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Metalloids

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Mica Flores

on 15 January 2014

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Transcript of Metalloids

B
Si
Ge
As
Sb
Te
Po
METALLOIDS
=from Greek word "
metallon
" or "
metallum
" meaning metal and "
oedios
" meaning sort.

Boron
5
Silicon
14
Germanium
32
Arsenic
33
Antimony
51
Tellurium
52
Polonium
84
="sort of metal"
=chemical elements that have properties of both non-
metals and metals
=In the periodic table of elements, metalloids form a step ladder that acts as a transition or division line from metals and non-metals. These elements can be found on the p-block.
Properties of Metalloids
A. Physical Properties
1. Brittle
2. Semi-conductors
3. Can be shiny or dull
4. Solid at room temperature
5. Ductile
6. Malleable
B. Chemical Properties
1. Moderate electronegativity and
ionization energy
2. For the elements to the right, they tend to gain electrons during chemical reactions and the opposite for those on the left.
Though known for thousands of years, Boron was discovered by Sir Humphry Davy, Joseph Louis Gay-Lussac, Louie Jacques Thenard in 1808. When Davy produced enough boron to be considered an element using his experiment, he named it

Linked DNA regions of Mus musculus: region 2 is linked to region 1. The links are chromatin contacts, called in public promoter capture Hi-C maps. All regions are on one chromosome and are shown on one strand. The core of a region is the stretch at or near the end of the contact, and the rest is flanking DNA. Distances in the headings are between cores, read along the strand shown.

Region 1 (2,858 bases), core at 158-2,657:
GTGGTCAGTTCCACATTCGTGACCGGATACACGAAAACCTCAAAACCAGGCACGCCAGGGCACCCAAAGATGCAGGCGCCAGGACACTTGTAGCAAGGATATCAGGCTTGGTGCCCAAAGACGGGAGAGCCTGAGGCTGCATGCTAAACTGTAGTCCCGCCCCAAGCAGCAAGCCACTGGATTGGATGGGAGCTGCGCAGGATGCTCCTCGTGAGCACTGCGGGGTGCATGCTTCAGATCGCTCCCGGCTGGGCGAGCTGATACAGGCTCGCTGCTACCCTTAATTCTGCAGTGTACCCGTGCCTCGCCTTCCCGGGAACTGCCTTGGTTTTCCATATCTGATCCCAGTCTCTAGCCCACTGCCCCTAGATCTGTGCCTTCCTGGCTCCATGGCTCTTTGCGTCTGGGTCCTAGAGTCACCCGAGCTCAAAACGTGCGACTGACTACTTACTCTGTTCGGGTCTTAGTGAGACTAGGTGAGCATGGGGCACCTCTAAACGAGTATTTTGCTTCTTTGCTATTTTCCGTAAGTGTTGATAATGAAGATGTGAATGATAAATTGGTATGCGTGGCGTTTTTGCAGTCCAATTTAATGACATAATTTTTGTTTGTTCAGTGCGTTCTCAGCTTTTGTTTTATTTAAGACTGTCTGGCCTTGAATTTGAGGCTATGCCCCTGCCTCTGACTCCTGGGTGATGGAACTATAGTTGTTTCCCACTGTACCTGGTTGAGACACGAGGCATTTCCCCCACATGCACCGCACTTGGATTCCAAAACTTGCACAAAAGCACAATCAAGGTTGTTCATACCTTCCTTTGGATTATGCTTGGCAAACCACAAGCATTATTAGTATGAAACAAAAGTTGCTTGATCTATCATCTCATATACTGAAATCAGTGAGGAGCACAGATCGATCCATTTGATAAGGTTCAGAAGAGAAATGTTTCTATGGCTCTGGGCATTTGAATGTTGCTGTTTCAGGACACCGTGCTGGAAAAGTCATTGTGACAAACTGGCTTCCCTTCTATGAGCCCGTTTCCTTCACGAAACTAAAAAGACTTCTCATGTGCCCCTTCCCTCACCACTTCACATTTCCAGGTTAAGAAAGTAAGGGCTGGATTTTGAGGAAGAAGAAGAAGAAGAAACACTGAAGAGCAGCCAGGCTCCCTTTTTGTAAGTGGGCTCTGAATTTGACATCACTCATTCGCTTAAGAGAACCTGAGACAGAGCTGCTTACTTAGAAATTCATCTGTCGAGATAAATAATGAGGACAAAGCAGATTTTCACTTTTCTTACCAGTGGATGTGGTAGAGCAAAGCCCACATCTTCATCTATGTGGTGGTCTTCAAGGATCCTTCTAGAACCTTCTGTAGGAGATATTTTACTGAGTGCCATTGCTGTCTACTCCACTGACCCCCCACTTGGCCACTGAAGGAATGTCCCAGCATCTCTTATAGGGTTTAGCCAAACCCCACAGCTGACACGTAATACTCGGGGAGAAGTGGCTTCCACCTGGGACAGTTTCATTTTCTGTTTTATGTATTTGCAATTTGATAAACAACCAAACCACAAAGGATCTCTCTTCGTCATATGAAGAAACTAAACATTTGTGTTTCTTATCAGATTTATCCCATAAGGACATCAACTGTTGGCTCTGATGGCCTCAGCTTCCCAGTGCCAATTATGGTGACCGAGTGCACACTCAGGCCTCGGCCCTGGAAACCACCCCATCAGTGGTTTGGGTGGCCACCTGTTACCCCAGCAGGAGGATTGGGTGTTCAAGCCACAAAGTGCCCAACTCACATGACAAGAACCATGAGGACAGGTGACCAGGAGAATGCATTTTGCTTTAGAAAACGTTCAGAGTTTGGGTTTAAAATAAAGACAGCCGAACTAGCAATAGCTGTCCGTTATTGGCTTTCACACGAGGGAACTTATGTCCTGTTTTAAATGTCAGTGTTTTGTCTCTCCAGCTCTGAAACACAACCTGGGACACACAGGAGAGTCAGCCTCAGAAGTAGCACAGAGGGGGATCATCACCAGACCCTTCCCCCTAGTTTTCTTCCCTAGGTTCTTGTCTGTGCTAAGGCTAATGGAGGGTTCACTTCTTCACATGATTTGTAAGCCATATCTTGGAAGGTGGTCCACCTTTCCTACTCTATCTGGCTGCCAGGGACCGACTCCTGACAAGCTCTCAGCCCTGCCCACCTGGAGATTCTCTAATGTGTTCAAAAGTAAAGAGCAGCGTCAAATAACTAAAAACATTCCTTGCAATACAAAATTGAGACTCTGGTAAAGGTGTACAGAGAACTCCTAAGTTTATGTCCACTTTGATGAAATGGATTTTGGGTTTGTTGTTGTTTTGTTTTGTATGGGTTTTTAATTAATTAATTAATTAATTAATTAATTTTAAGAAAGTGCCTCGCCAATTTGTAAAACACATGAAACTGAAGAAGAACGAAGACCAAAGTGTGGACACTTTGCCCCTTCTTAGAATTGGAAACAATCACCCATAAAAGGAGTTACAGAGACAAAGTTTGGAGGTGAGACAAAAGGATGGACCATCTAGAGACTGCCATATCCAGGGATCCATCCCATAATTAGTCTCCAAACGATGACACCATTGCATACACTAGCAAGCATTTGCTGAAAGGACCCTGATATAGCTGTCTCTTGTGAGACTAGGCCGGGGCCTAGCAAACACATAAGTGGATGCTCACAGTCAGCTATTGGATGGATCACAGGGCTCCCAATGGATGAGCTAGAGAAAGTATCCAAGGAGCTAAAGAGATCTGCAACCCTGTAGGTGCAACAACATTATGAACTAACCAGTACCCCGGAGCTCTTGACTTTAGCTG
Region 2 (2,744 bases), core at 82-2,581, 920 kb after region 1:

boracium
. Gay-Lussac and Thenard found boron through the reaction of boric acid with potassium. Jons Jakob Berzelius distinguished boron as an element in 1824. There are a lot of uses for boron. Borosilicate glass is good at resisting thermal shock and is used for laboratory glassware, cooking, and cookware. Just like its fellow metalloids, boron is also used for semiconductors. When heated, boron gives off a distinguishable shade of green making it suitable for green fireworks.
Atomic weight: 10.811
Color: Black
Phase: Solid
Melting point: 2076 C
Boiling point: 3927 C
Origin of Name: Arabic word "
buraq
"
and Persian word
"burah"
There were many attempts to isolate silicon. After trying to isolate it, Sir Davy proposed the name "silicium" from Latin word silex or silicis for flint and added "-ium" believing it was metal. Then, Gay-Lussac and Thenard failed to separate silicon from their experiment. Silicon got its present name from Thomas Thomson. He believed silicon is nonmetal like boron. Silicon was ,then, discovered by Jons Jakob Berzelius, by using Gay-Lussac's methods. Credits were given to him. 31 years later, Deville prepared the common form of crystalline silicon. Silicon is the second most abundant element in the Earth's crust and the seventh in the universe. Two allotropes of silicon is formed at room temperature: amorphous and crystalline. Amorphous exists as a brown powder and crystalline has metallic luster and a grayish color. When added with other elements, these crystals can be used for silicon chips, transistors, solar cells, rectifiers, and micro chips.
Atomic Weight: 28.0855
Color:dark grey with a tinge of blue
Phase:Solid
Melting Point: 1414 C
Boiling Point: 2900 C
Origin of Name: Latin "
silex
" or "
silicis
"